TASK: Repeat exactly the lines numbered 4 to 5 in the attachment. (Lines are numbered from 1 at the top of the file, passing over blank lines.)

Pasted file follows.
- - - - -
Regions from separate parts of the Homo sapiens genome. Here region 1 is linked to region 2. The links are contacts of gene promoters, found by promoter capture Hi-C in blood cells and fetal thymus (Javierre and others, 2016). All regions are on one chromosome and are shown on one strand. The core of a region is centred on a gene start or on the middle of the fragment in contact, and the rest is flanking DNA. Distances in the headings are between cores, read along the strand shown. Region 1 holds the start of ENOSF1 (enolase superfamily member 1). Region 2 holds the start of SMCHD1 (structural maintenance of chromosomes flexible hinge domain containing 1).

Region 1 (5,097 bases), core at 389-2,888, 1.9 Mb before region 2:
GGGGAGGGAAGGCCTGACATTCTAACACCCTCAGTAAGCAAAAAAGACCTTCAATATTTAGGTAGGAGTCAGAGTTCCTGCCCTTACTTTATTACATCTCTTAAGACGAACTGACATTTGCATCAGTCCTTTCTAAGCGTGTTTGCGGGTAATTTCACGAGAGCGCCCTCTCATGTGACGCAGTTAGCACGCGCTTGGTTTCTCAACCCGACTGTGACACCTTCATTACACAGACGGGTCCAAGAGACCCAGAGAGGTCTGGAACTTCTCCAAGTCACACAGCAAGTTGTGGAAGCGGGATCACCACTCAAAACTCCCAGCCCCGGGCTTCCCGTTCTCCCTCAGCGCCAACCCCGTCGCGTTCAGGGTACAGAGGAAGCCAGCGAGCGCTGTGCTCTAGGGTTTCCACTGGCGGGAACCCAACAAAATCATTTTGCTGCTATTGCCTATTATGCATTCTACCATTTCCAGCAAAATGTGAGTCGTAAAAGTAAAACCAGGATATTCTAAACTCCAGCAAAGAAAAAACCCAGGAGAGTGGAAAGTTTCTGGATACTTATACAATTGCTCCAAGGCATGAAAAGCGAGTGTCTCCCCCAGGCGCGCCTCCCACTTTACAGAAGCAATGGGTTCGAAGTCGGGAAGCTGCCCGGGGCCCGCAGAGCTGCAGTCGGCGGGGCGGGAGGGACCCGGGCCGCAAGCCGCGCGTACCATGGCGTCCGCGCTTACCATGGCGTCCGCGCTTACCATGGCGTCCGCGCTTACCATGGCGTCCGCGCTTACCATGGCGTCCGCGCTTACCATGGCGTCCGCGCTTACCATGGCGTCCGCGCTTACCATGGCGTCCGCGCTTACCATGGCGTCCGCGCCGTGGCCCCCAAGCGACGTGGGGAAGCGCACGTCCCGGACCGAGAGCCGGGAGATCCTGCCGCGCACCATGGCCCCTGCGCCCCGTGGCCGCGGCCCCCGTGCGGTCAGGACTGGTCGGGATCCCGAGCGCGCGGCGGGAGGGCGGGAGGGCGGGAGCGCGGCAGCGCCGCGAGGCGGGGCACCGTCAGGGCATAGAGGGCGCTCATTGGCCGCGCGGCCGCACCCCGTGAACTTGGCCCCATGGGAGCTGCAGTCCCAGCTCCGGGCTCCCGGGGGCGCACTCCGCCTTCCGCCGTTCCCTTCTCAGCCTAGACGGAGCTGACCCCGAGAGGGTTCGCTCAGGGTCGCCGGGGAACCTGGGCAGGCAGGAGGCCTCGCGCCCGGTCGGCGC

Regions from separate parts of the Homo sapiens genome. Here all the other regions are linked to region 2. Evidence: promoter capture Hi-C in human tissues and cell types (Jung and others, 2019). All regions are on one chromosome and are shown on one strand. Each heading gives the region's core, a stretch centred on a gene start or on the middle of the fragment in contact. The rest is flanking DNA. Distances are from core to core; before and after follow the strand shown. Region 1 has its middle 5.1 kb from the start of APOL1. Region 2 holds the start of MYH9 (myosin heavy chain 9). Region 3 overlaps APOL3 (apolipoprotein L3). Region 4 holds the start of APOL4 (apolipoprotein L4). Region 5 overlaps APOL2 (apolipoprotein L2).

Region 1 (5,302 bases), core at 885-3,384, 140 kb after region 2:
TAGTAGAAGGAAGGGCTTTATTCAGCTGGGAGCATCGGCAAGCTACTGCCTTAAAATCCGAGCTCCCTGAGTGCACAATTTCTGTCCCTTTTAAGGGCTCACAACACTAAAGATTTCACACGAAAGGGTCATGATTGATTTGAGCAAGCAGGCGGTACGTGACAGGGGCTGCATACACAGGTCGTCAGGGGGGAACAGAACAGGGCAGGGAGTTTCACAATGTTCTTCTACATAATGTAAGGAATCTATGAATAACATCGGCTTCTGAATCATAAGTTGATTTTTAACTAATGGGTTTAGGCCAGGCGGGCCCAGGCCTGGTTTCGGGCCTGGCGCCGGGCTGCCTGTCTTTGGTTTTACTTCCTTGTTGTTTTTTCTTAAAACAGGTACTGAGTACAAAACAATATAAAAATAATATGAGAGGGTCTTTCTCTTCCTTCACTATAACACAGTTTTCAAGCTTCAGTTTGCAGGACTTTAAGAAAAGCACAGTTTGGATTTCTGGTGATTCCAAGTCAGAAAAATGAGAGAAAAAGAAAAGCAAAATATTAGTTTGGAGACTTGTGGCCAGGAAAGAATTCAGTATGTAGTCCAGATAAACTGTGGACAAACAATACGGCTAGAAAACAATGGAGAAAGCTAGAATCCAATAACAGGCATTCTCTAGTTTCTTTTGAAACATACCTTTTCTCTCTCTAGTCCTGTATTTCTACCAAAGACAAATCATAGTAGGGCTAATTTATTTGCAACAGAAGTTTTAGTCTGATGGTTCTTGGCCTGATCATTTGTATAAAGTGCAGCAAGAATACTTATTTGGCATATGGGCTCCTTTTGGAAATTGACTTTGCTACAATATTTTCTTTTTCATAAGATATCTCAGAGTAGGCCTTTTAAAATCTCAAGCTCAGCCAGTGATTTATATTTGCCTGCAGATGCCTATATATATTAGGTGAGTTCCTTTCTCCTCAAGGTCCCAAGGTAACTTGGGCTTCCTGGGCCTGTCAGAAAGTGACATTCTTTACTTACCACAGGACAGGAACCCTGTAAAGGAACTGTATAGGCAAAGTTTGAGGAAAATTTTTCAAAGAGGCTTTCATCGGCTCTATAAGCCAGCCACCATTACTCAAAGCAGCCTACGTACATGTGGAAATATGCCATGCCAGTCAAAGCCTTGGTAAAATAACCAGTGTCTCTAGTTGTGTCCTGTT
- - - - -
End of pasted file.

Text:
Regions from separate parts of the Homo sapiens genome. Here all the other regions are linked to region 2. Evidence: promoter capture Hi-C in human tissues and cell types (Jung and others, 2019). All regions are on one chromosome and are shown on one strand. Each heading gives the region's core, a stretch centred on a gene start or on the middle of the fragment in contact. The rest is flanking DNA. Distances are from core to core; before and after follow the strand shown. Region 1 has its middle 5.1 kb from the start of APOL1. Region 2 holds the start of MYH9 (myosin heavy chain 9). Region 3 overlaps APOL3 (apolipoprotein L3). Region 4 holds the start of APOL4 (apolipoprotein L4). Region 5 overlaps APOL2 (apolipoprotein L2).

Region 1 (5,302 bases), core at 885-3,384, 140 kb after region 2: